Monitoring Snow Phenology and the Spring Flood Pulse of the Yukon

Submitted by atripp on Wed, 12/28/2022 - 10:49

The Yukon River basin encompasses 832,000 square-kilometers and is one of Earth's largest boreal-Arctic rivers.  Characterized by a long, frozen winter season, the river demonstrates an abrupt ice breakup and spring snowmelt-driven flood pulse. Capabilities for regional monitoring and forecasting of the flood pulse and river ice breakup in the Yukon and other northern basins are limited but critical to informing flood-related risks to regional communities and impacts to natural resources.

NPS researchers used satellite multi-frequency daily microwave brightness temperatures to derive a consistent multi-year record (1988–2016) of key spring snow metrics, including the dates of river ice breakup and snowmelt onset, mapped to a consistent 6.25-kilometer grid resolution. The satellite data used were the 18.7 and 36.5 GHz reflectance bands from Special Sensor Microwave/Imager (SSM/I) and the Advanced Microwave Scanning Radiometer - Earth Observing System (AMSR-E) instruments. The satellite retrievals showed good agreement with station observations of ice breakup (r = 0.61).  The snowmelt onset date retrieval was also found to be an effective 14–27-day leading indicator for ice breakup within catchments.

These observations show the capability for all-weather satellite monitoring and forecasting of the spring flood pulse and ice breakup in the Yukon and other northern latitude basins where cloud cover inhibits optical forms of remote sensing. Details of this study can be found at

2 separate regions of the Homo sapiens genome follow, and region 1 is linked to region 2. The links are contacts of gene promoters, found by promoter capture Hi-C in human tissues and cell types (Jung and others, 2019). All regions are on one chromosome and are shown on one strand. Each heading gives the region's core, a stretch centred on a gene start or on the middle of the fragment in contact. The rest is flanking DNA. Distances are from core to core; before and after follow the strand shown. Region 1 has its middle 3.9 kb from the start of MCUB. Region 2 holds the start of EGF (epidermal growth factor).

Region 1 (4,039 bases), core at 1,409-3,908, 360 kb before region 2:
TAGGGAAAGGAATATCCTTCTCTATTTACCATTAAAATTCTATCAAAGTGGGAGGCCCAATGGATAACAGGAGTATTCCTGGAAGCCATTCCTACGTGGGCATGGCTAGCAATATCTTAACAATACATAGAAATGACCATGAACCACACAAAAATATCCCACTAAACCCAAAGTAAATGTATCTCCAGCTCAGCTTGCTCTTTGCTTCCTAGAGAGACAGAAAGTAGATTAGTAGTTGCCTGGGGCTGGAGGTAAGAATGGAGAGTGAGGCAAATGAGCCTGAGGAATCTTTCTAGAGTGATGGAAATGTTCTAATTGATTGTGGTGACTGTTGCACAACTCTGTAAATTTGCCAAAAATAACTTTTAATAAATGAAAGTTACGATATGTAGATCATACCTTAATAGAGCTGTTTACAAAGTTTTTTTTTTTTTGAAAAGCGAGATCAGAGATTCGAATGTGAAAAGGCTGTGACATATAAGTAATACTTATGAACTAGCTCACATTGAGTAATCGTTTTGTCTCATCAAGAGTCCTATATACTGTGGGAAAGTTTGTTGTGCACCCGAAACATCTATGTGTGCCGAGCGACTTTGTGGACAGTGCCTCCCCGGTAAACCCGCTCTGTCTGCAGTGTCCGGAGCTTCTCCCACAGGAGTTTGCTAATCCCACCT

A new suite of passive microwave satellite-derived snow metrics, including Main Melt Onset Date (MMOD), snowoff date, and snowmelt duration from 1988–2016, is presented and validated using in situ observations and other complementary satellite data. The MMOD values represent Day of Year (DOY), with MMOD scaled from March 23* (DOY 82, red) and June 2 (DOY 153, blue). Researchers found Day of Year (DOY) correspondence between these satellite-derived snow metrics and measured streamflow quantiles and River Ice Breakup (RIB) observations, demonstrating their potential for regional monitoring and forecasting of hydrologic events. The RIB values represent DOY scaled from May 4 (DOY 124, light blue) and May 14 (DOY 134, dark blue). *Non-leap year DOY dates given.


Author Name
Peter Kirchner
Author Email